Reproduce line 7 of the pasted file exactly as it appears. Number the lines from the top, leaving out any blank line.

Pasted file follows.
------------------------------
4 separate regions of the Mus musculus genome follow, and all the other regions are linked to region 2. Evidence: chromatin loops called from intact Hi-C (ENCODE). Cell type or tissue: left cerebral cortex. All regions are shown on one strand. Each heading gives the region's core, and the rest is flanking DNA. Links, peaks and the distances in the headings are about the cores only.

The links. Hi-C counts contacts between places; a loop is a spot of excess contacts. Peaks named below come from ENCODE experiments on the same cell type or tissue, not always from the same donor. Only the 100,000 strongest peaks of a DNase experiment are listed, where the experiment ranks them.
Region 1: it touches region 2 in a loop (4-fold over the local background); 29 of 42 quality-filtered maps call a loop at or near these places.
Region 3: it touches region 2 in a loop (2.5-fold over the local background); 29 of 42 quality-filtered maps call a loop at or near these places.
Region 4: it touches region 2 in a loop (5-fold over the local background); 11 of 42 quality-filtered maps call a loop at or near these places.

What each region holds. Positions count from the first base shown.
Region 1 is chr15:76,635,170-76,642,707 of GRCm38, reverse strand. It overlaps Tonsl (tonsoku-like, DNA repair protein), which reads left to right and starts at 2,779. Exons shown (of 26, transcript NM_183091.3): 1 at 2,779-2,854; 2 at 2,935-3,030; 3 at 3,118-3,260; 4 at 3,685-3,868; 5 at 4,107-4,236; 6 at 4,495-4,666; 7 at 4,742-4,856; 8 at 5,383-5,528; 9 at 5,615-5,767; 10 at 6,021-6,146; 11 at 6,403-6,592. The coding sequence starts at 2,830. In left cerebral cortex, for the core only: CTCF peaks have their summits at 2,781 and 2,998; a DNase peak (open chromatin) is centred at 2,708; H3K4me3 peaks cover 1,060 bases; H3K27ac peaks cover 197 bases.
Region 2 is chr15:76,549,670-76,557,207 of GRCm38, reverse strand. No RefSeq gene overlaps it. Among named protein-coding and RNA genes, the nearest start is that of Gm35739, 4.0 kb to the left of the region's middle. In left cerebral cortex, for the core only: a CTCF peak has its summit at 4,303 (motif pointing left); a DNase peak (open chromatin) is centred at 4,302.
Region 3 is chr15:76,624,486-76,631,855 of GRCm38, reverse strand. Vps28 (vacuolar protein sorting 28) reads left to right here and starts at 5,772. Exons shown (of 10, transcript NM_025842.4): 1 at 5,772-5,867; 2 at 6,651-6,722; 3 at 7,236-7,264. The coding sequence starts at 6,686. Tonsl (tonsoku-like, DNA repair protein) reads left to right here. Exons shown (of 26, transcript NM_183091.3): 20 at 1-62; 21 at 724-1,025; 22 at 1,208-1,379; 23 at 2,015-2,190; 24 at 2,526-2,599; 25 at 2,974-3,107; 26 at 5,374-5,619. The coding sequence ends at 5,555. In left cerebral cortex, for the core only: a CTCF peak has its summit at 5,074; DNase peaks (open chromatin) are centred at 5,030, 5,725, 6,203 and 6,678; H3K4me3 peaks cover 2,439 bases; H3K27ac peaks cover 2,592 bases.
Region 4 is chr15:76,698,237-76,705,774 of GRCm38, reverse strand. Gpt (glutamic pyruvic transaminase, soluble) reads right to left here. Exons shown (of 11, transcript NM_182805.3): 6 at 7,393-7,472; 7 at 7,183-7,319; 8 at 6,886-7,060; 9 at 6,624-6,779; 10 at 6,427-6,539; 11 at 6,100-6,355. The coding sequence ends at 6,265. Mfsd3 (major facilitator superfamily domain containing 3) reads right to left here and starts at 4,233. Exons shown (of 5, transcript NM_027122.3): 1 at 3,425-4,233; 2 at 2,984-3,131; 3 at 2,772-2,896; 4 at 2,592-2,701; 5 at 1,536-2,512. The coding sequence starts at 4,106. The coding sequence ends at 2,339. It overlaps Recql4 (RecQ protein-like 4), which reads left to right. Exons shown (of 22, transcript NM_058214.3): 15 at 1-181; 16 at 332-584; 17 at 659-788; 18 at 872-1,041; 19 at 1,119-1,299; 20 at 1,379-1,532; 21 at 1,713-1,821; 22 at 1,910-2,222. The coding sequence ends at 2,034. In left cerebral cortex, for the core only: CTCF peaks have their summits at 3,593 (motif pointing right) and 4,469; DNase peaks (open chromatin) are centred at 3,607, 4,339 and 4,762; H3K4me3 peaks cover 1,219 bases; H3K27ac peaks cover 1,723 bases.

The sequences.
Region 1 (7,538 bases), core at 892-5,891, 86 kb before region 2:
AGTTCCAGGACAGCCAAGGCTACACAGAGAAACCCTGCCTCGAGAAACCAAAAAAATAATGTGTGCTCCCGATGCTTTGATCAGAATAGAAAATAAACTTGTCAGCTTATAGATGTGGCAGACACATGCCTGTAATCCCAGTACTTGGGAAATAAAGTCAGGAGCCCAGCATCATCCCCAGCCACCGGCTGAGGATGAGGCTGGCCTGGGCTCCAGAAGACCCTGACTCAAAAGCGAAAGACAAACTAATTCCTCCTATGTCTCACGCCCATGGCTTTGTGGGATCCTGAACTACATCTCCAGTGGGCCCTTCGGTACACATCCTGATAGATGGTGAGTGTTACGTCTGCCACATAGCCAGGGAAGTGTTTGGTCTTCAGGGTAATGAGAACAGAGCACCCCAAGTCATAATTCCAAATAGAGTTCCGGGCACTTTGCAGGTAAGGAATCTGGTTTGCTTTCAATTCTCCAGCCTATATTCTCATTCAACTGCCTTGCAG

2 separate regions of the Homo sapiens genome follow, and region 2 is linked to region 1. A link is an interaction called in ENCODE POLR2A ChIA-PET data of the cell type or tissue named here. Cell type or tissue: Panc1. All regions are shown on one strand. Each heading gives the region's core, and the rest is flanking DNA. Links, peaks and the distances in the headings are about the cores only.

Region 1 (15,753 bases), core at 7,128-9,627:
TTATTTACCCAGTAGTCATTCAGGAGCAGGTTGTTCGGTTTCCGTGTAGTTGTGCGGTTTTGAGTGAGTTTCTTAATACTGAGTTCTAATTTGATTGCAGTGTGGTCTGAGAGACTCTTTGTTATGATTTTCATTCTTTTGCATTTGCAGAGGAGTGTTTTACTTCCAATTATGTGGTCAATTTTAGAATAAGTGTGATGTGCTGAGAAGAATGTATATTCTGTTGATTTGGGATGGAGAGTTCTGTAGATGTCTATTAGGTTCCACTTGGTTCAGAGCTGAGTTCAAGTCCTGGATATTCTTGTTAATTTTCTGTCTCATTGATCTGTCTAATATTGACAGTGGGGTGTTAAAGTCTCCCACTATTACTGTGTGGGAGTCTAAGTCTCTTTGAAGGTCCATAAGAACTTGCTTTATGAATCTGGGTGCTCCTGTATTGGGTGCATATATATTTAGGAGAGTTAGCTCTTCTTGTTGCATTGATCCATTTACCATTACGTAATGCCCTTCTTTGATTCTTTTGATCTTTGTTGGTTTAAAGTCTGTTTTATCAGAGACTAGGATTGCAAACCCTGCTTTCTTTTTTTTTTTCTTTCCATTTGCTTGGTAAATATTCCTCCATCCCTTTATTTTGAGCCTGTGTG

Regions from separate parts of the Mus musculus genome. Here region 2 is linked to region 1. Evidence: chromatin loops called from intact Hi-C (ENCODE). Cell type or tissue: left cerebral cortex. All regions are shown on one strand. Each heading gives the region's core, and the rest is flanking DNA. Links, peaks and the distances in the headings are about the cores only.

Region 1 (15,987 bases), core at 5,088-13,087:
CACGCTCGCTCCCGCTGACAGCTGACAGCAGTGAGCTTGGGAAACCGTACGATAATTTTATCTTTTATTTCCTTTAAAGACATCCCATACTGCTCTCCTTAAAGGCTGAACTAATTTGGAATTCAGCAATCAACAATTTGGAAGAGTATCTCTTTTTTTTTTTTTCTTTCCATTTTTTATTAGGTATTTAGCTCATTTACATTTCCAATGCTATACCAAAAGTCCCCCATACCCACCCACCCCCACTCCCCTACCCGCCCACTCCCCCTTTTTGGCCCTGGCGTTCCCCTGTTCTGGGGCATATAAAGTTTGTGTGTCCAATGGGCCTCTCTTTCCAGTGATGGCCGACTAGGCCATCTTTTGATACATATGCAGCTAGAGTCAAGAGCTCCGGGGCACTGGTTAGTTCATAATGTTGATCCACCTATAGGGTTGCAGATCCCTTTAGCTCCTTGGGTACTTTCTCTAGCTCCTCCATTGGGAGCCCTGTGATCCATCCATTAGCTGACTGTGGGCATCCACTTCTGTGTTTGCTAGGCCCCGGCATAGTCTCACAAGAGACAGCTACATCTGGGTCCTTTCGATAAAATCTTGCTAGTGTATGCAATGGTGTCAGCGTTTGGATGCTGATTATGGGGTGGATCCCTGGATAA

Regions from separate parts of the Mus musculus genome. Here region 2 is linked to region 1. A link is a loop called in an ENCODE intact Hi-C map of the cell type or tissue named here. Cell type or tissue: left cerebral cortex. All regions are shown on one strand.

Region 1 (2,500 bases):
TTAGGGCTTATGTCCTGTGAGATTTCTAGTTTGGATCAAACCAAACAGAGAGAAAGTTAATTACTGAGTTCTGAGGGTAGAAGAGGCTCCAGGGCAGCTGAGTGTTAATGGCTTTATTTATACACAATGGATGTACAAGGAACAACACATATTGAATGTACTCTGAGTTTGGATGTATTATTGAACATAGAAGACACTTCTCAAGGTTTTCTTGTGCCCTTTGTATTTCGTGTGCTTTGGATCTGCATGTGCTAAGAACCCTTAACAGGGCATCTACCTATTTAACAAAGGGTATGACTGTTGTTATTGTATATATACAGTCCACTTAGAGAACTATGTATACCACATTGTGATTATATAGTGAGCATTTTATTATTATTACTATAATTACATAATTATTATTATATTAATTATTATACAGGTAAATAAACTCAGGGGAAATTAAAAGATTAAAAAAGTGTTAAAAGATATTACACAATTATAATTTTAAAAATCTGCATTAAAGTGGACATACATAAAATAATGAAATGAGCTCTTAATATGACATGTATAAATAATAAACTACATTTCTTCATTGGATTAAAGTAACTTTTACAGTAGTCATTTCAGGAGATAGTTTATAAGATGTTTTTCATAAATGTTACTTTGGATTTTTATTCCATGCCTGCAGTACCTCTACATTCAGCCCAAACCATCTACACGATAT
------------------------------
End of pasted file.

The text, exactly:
Region 1 is chr15:76,635,170-76,642,707 of GRCm38, reverse strand. It overlaps Tonsl (tonsoku-like, DNA repair protein), which reads left to right and starts at 2,779. Exons shown (of 26, transcript NM_183091.3): 1 at 2,779-2,854; 2 at 2,935-3,030; 3 at 3,118-3,260; 4 at 3,685-3,868; 5 at 4,107-4,236; 6 at 4,495-4,666; 7 at 4,742-4,856; 8 at 5,383-5,528; 9 at 5,615-5,767; 10 at 6,021-6,146; 11 at 6,403-6,592. The coding sequence starts at 2,830. In left cerebral cortex, for the core only: CTCF peaks have their summits at 2,781 and 2,998; a DNase peak (open chromatin) is centred at 2,708; H3K4me3 peaks cover 1,060 bases; H3K27ac peaks cover 197 bases.